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The War of the Gargantuas

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The War of the Gargantuas
Theatrical release poster
Japanese name
Kanjiフランケンシュタインの怪獣 サンダ対ガイラ
Revised HepburnFurankenshutain no Kaijū: Sanda tai Gaira
Directed byIshirō Honda
Screenplay by
Produced by
CinematographyHajime Koizumi[1]
Edited byRyohei Fujii[1]
Music byAkira Ifukube[1]
Distributed byToho (Japan)
Maron Films (United States)
Release dates
  • July 31, 1966 (1966-07-31) (Japan)
  • July 29, 1970 (1970-07-29) (United States)
Running time
88 minutes[2]
United States
Box office$3 million (United States)[5]

The War of the Gargantuas (Japanese: フランケンシュタインの怪獣 サンダ対ガイラ, Hepburn: Furankenshutain no Kaijū: Sanda tai Gaira, lit.'Frankenstein's Monsters: Sanda vs. Gaira') is a 1966 kaiju film directed by Ishirō Honda, with special effects by Eiji Tsuburaya. Referred by film historian Stuart Galbraith IV as a "quasi–sequel" to Frankenstein vs. Baragon,[1] the film was a Japanese-American co-production; it was the third and final collaboration between Toho Co., Ltd and Henry G. Saperstein.[6][7] The film stars Russ Tamblyn, Kumi Mizuno and Kenji Sahara, with Yû Sekida as Sanda and Haruo Nakajima as Gaira. In the film, scientists investigate the sudden appearance of two giant hairy humanoid monsters that culminates in a battle in Tokyo.

The script's final draft was submitted in April 1966. Tab Hunter was originally hired by Saperstein, choosing to replace Nick Adams. However, Hunter was replaced by Tamblyn during pre-production. Honda's contract was not renewed and he had to seek employment by speaking to Tanaka on a film-by-film basis. Honda, Saperstein, and chief assistant Seiji Tani noted that Tamblyn was difficult to work with. Tamblyn did the opposite of Honda's instructions, and improvised his lines without Honda's approval. Principal photography began in May 1966 and wrapped in June 1966, with effects photography concluding in July 1966.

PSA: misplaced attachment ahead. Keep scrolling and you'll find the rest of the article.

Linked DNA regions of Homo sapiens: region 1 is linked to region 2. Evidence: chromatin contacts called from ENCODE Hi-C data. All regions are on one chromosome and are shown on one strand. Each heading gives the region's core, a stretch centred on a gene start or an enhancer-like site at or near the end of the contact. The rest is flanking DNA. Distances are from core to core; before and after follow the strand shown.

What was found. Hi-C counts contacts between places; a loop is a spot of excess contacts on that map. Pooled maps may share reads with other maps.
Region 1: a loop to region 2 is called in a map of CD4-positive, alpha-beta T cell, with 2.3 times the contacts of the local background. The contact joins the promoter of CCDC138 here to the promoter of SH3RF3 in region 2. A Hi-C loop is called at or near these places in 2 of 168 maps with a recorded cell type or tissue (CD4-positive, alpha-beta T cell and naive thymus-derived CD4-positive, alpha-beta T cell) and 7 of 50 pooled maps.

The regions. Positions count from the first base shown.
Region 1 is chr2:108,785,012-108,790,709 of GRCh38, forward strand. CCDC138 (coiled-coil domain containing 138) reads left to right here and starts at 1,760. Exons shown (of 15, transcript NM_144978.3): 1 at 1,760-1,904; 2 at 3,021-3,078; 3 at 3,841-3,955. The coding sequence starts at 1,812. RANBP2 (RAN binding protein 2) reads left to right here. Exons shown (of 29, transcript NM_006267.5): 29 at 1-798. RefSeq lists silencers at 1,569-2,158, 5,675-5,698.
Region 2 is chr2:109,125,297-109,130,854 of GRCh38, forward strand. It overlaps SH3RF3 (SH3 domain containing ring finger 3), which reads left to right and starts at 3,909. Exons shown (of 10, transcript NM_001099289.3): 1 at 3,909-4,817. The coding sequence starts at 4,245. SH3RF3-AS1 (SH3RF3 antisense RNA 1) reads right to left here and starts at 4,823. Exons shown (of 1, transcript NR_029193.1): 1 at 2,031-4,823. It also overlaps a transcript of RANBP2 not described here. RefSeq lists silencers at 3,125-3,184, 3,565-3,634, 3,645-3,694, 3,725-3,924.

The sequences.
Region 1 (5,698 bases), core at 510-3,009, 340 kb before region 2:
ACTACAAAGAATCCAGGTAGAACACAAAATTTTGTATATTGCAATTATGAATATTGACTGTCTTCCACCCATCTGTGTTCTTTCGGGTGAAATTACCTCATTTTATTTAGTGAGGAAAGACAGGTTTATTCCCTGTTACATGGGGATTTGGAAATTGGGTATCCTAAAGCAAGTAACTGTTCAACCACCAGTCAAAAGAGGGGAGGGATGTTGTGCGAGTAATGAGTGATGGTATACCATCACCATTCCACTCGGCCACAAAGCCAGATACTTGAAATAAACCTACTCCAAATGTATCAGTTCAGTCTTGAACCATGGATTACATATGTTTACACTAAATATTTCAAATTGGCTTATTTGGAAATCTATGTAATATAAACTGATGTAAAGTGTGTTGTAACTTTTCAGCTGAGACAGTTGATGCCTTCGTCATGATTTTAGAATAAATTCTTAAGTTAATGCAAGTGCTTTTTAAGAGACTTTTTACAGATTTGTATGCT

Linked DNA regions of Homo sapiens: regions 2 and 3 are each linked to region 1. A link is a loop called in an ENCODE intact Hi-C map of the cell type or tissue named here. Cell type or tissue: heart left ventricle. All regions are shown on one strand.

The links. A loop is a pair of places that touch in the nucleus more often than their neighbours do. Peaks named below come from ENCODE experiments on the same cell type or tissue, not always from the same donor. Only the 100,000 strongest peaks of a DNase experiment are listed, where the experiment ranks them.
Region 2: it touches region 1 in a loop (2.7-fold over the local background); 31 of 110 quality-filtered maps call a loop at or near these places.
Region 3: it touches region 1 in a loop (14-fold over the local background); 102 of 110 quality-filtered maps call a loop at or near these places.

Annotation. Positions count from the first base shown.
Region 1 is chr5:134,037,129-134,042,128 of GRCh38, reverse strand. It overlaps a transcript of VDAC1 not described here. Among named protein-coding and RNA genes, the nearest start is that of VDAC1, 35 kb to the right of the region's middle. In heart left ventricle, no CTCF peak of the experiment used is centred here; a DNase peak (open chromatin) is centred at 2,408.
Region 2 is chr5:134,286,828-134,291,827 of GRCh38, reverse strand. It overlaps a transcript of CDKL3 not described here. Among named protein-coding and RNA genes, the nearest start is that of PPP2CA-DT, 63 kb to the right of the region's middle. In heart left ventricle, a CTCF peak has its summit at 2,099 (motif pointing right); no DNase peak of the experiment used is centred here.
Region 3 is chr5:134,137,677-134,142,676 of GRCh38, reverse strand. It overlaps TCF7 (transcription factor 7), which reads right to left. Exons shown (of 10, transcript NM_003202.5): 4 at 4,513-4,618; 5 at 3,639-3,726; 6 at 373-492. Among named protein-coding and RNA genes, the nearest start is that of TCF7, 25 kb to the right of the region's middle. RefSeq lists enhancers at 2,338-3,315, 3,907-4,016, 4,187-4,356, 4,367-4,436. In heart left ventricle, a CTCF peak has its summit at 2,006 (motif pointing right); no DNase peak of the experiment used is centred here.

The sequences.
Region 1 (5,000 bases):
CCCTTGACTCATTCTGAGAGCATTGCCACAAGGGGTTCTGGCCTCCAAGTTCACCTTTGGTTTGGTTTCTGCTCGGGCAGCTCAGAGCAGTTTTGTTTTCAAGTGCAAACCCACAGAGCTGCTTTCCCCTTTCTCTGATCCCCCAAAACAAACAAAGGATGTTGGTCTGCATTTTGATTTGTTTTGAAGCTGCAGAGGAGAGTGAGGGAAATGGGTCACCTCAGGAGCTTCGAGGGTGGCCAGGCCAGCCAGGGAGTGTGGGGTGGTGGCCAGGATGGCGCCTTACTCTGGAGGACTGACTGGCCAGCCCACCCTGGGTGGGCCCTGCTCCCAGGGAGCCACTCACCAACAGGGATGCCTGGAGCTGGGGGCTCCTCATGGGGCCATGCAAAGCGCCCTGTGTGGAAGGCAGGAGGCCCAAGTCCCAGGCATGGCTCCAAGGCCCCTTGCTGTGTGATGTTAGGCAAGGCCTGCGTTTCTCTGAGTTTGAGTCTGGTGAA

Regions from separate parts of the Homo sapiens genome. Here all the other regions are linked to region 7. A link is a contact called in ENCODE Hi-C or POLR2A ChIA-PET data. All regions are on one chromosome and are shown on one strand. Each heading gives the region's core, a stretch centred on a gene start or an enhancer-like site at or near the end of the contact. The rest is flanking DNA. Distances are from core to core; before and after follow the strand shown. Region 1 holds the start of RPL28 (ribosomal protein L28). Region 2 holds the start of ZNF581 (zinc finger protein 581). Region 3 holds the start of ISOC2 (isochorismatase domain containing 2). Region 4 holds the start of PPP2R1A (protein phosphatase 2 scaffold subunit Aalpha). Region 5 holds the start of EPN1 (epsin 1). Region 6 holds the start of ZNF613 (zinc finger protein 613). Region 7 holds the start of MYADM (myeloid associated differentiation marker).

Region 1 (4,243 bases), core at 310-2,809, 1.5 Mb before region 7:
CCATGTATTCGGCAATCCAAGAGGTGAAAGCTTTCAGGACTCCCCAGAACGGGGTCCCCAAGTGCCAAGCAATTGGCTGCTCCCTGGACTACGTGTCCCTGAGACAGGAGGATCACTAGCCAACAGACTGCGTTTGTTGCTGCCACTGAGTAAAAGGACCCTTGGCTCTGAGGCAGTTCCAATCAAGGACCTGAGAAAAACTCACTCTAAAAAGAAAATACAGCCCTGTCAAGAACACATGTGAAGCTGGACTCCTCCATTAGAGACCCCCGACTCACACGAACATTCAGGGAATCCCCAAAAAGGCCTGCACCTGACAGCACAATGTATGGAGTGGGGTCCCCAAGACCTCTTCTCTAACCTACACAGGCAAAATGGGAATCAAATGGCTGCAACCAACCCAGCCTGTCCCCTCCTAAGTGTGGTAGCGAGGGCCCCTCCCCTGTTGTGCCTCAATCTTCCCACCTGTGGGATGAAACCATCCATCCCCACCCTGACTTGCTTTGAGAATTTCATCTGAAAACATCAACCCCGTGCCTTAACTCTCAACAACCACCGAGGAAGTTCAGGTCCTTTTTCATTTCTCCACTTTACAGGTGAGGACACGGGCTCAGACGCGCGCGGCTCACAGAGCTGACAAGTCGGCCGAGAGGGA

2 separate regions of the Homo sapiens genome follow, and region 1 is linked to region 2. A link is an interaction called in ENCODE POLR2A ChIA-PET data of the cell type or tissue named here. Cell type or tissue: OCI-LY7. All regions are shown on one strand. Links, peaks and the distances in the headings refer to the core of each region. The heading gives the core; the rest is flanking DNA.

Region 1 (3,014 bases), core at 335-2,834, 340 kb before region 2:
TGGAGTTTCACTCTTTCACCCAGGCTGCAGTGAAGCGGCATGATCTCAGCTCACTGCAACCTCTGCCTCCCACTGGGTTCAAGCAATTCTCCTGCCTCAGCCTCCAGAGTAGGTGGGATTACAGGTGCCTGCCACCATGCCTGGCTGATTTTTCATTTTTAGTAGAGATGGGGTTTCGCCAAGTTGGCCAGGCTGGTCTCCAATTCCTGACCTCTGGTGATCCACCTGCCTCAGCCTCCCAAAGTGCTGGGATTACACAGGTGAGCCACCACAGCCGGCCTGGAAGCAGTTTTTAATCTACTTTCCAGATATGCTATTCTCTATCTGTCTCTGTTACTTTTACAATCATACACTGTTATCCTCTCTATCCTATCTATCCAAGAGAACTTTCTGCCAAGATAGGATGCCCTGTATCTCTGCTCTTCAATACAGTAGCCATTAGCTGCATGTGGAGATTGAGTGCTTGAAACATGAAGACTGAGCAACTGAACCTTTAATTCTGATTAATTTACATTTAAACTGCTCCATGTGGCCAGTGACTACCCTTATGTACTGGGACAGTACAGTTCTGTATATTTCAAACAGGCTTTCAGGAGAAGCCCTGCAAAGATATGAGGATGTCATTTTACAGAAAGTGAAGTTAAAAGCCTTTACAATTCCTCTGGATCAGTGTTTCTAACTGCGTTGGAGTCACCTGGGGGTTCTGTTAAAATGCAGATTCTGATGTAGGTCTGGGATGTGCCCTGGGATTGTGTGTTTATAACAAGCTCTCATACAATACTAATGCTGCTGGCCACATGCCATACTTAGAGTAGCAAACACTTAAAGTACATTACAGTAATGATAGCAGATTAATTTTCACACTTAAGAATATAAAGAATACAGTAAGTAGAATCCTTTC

The War of the Gargantuas was theatrically released in Japan on July 31, 1966, followed by a theatrical release in the United States on July 29, 1970 on a double feature with Monster Zero. Since its release, the film has been regarded as a cult classic, drawing admiration from artists such as Brad Pitt, Hajime Isayama, Guillermo del Toro, Quentin Tarantino and Tim Burton.


During a rainy night, a fishing boat is attacked by a giant octopus. The giant octopus is then attacked by a giant green-haired humanoid monster. After defeating the giant octopus, the green monster then attacks the boat. A survivor is recovered, who reveals to doctors and police that Frankenstein attacked his boat and ate the crew. The press picks up the story and interviews Dr. Paul Stewart and his assistant, Dr. Akemi Togawa, who once had a baby Frankenstein in their possession for study five years before. Stewart and Akemi dispel the idea that the attack was caused by their Frankenstein, postulating that their Frankenstein was gentle, would not attack nor eat people, nor would he live in the ocean as he was found in the mountains and likely died after he escaped.